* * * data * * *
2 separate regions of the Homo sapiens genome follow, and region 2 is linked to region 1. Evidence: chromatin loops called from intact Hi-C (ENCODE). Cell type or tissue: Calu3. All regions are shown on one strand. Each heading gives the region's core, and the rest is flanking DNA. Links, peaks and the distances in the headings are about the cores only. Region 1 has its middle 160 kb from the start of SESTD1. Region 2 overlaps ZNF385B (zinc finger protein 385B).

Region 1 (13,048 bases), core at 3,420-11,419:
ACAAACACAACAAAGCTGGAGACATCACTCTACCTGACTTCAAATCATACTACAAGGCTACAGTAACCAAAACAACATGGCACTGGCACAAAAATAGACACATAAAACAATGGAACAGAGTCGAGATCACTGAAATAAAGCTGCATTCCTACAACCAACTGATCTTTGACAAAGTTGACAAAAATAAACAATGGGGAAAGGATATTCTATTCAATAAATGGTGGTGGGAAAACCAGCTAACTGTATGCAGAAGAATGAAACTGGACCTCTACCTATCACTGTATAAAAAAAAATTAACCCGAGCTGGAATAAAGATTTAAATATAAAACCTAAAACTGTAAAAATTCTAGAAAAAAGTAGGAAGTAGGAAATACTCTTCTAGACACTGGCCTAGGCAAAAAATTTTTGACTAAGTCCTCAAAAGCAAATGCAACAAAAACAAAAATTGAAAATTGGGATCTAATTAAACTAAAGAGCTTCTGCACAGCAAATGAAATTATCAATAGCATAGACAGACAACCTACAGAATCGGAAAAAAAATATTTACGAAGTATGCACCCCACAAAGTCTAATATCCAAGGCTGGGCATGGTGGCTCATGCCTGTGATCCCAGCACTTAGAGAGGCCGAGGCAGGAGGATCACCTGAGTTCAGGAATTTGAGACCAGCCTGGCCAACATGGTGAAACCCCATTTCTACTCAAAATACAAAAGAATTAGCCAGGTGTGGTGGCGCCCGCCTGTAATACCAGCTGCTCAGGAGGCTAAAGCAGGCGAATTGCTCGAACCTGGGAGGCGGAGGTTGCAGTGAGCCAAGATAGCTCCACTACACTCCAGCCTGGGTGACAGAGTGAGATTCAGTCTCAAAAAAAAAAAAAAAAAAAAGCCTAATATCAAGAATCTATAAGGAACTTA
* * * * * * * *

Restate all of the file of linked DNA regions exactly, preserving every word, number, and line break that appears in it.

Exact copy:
2 separate regions of the Homo sapiens genome follow, and region 2 is linked to region 1. Evidence: chromatin loops called from intact Hi-C (ENCODE). Cell type or tissue: Calu3. All regions are shown on one strand. Each heading gives the region's core, and the rest is flanking DNA. Links, peaks and the distances in the headings are about the cores only. Region 1 has its middle 160 kb from the start of SESTD1. Region 2 overlaps ZNF385B (zinc finger protein 385B).

Region 1 (13,048 bases), core at 3,420-11,419:
ACAAACACAACAAAGCTGGAGACATCACTCTACCTGACTTCAAATCATACTACAAGGCTACAGTAACCAAAACAACATGGCACTGGCACAAAAATAGACACATAAAACAATGGAACAGAGTCGAGATCACTGAAATAAAGCTGCATTCCTACAACCAACTGATCTTTGACAAAGTTGACAAAAATAAACAATGGGGAAAGGATATTCTATTCAATAAATGGTGGTGGGAAAACCAGCTAACTGTATGCAGAAGAATGAAACTGGACCTCTACCTATCACTGTATAAAAAAAAATTAACCCGAGCTGGAATAAAGATTTAAATATAAAACCTAAAACTGTAAAAATTCTAGAAAAAAGTAGGAAGTAGGAAATACTCTTCTAGACACTGGCCTAGGCAAAAAATTTTTGACTAAGTCCTCAAAAGCAAATGCAACAAAAACAAAAATTGAAAATTGGGATCTAATTAAACTAAAGAGCTTCTGCACAGCAAATGAAATTATCAATAGCATAGACAGACAACCTACAGAATCGGAAAAAAAATATTTACGAAGTATGCACCCCACAAAGTCTAATATCCAAGGCTGGGCATGGTGGCTCATGCCTGTGATCCCAGCACTTAGAGAGGCCGAGGCAGGAGGATCACCTGAGTTCAGGAATTTGAGACCAGCCTGGCCAACATGGTGAAACCCCATTTCTACTCAAAATACAAAAGAATTAGCCAGGTGTGGTGGCGCCCGCCTGTAATACCAGCTGCTCAGGAGGCTAAAGCAGGCGAATTGCTCGAACCTGGGAGGCGGAGGTTGCAGTGAGCCAAGATAGCTCCACTACACTCCAGCCTGGGTGACAGAGTGAGATTCAGTCTCAAAAAAAAAAAAAAAAAAAAGCCTAATATCAAGAATCTATAAGGAACTTA